For Mary now

Mō Maria aianei
o tatou wa-i-a-ta.
Kia kaha rā tātou,
kia “nwi” te aroha

Tēnā hoki ngā ahere
e whakahonore ana
ki te ratou rehina
ki a Maria anō rā

Aroha ki te Atua
aroha ki a Maria
i te rangi
te whenua
āke tonu, āke tonu
our songs.

For Mary now
Let us be strong,
let there be great love

There also the angels
giving honour
to their queen
to Mary,

Love God,
love Mary
in heaven
and on earth
for ever and ever.




Dr. Rangimarie Turiki Rose Pere (2013, February 23). The Right To Be Me (Dr. Rangimarie Turuki Rose Pere Elder, healer and leader in the Maori community) [Video file]. Retrieved from

Love, C. M., Pere, R. R., & Open Polytechnic of New Zealand (2004). Extensions on Te Wheke. Lower Hutt [N.Z.: Open Polytechnic of New Zealand.

Lyonel Grant (n.d.). Lyonel Grant – Profile. Retrieved from

Story of Creation

The story of Papatuanuku and Ranginui is the story known to Maori as the creation story. This story is very different from the Bible’s interpretation of creation where it took seven days for God to create the Earth.

Through the story of Ranginui and Papatuanuku we learn about their sad love story as they were sadly separated by their own children. Some of their children did not want to be separated however the majority vote was for Rangi and Papa to be separated. Ranginui then became the sky father and Papatuanuku became Mother Nature.
By reading more about the story of Rangi and Papa I was able to learn more about the yearning of the two to be together as one. It is said as the rain falls from the sky they are known to be Rangi’s tears to show how much he misses and loves Papa. As Papa twists and turns it reflects her attempts to reunite with Rangi. Papa’s strains to be with Rangi are known to us as humans to be earthquakes, and as mist rises from the forests it is her sighs as she yearns to be with her other half again.

Learning more about the Maori myths and legends has taught me a greater understanding and appreciation of our Maori culture and are stories which deserves to be passed down through many generations.


My goals to achieve in Understanding Te Ao Maori


As a Maori I would like to gain a deeper knowledge on my cultural background as a sense of both cultural and self-identity. Through understanding a greater knowledge of the Maori culture it will strengthen me as a person to know more not only about who I am, but also where I stand as a Maori living in New Zealand and to show people that I do know what my culture reflects, who my ancestors are, and that people can long longer consider me as a ‘plastic Maori.’ I have a passion to prove to people that although it is considered the Maori culture is fading that everyone still has an opportunity to embrace their culture and that we can still pass on our cultures through the next generation.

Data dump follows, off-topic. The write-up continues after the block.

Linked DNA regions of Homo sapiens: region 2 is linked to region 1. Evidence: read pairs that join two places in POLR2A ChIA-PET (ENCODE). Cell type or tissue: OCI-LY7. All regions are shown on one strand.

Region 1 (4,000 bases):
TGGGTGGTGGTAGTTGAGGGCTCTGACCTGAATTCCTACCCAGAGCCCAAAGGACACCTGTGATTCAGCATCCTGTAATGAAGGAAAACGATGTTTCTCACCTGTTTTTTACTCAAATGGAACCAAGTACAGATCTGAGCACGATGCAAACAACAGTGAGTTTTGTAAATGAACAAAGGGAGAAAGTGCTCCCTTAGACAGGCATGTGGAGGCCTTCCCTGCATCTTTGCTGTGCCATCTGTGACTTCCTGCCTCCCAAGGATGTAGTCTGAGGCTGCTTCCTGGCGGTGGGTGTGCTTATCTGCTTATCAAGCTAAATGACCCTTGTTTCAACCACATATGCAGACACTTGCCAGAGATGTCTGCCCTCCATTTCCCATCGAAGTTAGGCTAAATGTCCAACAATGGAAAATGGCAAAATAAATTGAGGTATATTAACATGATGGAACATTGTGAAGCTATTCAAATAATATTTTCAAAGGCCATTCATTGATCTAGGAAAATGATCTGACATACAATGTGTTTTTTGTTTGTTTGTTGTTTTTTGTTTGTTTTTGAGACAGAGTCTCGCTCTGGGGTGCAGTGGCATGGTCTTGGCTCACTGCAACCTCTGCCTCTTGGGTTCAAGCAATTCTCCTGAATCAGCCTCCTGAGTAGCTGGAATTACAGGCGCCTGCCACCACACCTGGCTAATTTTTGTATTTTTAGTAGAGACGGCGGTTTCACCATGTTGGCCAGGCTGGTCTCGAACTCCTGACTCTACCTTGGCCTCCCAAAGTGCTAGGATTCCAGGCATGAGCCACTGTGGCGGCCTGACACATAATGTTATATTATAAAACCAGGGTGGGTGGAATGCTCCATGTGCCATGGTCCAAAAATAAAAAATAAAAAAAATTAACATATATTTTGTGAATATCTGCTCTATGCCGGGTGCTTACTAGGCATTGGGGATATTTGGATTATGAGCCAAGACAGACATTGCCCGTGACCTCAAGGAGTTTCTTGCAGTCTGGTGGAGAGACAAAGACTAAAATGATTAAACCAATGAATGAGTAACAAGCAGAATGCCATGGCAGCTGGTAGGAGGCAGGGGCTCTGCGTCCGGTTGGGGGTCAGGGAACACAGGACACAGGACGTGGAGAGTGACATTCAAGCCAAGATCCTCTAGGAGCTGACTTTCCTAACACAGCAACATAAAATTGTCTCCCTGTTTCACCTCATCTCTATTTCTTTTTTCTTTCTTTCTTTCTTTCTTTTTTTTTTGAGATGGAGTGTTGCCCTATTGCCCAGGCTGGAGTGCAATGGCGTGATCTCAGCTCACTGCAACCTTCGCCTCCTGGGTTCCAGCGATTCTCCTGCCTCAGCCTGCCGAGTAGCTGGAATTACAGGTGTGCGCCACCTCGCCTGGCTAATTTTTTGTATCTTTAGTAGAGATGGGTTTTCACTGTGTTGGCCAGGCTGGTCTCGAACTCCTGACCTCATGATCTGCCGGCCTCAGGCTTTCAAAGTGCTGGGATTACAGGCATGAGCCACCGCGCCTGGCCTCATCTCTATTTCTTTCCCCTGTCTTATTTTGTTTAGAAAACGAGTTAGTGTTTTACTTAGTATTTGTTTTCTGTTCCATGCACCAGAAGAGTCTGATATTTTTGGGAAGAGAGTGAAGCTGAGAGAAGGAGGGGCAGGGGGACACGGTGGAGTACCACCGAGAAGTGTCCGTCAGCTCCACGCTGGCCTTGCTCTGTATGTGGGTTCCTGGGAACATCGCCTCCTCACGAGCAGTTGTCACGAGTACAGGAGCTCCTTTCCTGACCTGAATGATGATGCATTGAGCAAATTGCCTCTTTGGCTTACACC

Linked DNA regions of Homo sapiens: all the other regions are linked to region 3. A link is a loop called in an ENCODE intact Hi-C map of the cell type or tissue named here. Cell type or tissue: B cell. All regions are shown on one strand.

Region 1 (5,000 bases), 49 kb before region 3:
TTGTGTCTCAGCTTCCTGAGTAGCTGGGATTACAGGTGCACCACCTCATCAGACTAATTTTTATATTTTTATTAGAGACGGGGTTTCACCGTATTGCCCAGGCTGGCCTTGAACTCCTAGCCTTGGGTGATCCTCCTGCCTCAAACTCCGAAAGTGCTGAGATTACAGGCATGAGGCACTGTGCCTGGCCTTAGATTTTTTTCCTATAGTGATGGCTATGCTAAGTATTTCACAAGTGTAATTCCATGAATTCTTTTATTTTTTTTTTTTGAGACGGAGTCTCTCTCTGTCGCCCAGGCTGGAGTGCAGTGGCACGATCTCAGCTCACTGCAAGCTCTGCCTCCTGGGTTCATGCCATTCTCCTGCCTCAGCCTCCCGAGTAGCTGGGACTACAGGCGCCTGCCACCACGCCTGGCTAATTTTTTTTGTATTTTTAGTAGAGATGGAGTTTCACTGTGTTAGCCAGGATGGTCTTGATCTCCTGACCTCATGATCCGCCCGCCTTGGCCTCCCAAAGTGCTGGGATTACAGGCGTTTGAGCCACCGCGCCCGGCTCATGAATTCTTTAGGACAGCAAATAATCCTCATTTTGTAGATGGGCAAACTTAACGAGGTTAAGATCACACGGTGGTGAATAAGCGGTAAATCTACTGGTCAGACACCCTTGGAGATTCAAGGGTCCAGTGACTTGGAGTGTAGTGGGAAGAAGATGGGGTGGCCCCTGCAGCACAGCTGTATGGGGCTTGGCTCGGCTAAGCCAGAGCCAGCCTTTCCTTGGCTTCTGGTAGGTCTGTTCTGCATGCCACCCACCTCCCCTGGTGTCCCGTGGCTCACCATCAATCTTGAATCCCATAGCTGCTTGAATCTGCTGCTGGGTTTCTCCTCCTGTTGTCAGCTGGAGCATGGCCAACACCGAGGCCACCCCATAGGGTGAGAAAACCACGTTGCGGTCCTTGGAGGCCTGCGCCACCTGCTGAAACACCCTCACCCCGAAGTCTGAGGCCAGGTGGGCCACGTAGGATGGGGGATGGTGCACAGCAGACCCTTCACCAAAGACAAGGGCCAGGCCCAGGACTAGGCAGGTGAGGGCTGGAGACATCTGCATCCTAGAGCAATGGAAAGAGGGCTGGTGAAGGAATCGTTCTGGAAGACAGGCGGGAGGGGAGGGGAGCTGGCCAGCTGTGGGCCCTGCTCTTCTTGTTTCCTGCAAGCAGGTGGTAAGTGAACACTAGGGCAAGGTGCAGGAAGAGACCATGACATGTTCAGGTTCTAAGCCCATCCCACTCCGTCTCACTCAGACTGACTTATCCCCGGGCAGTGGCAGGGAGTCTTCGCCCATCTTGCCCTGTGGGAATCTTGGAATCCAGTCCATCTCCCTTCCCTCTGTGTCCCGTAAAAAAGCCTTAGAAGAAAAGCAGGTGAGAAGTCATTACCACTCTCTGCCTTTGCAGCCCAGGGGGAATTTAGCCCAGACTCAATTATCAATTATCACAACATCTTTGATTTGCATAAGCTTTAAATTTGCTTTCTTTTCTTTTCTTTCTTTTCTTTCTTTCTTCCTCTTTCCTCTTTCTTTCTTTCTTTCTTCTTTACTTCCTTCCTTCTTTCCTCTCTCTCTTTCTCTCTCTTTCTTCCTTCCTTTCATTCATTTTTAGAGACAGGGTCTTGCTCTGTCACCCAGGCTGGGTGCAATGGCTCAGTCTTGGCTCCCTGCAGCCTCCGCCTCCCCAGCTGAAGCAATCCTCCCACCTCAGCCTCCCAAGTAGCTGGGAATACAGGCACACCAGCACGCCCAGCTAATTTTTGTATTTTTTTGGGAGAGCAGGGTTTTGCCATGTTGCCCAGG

I would like to learn more about Maori Tikangaand how I can incorporate these values into my future career. Through learning more about our Tikanga Maori it will give me a sense of cultural identity and pride and a deeper understanding.


I would like to learn more about the traditional Maori values. Two particular Maori values which interests me to learn more about in depth is,

Whanaugtanga- A sense of belonging

Manakitanga- A measurement of people’s ability to extend aroha

Through these two values I would like to learn more about how these values are incorporated into everyday life.


Through Understanding Te Ao Maori, it will help me to learn how to incorporate my cultural background into my course. One of my greatest passions is to be able to incorporate my cultural background into my future career.


There are so many places we can learn more about Te Ao Maori once completing this course. I have been given a Maori scholarship through Unitec called Whai Ake who can help to learn more about my Maori culture. There is also aspect of going back through to my ancestral roots and visiting my iwis both Ngati Tuwharetoa and Ngai Tahu where I will be given the opportunity to experience my Maori culture. There are also the whaeas here at Maia within Unitec who I would feel comfortable in talking to in regards to Te Ao  as well as research online, online books and going through the libraries to learn more about an understanding of Te Ao Maori. 


The theme I have selected is ‘Female Maori goddesses.’ I would like to learn about the Maori goddesses and create a greater understanding about what their roles were within Maori society and how they were respected by the male gods. One of the reasons why I have chosen the theme of female Maori goddesses is because they are rarely mentioned within Maori mythology stories and I would like to know more about Maori women.


There will be a large range of sources that I would like to use in order to research my theme. I would like to use different sources instead of remaining with one type. I would like to find books within the both the public library and the Unitec library, I would like to research about my theme through the internet and through talking to the Maori teachers here at Unitec.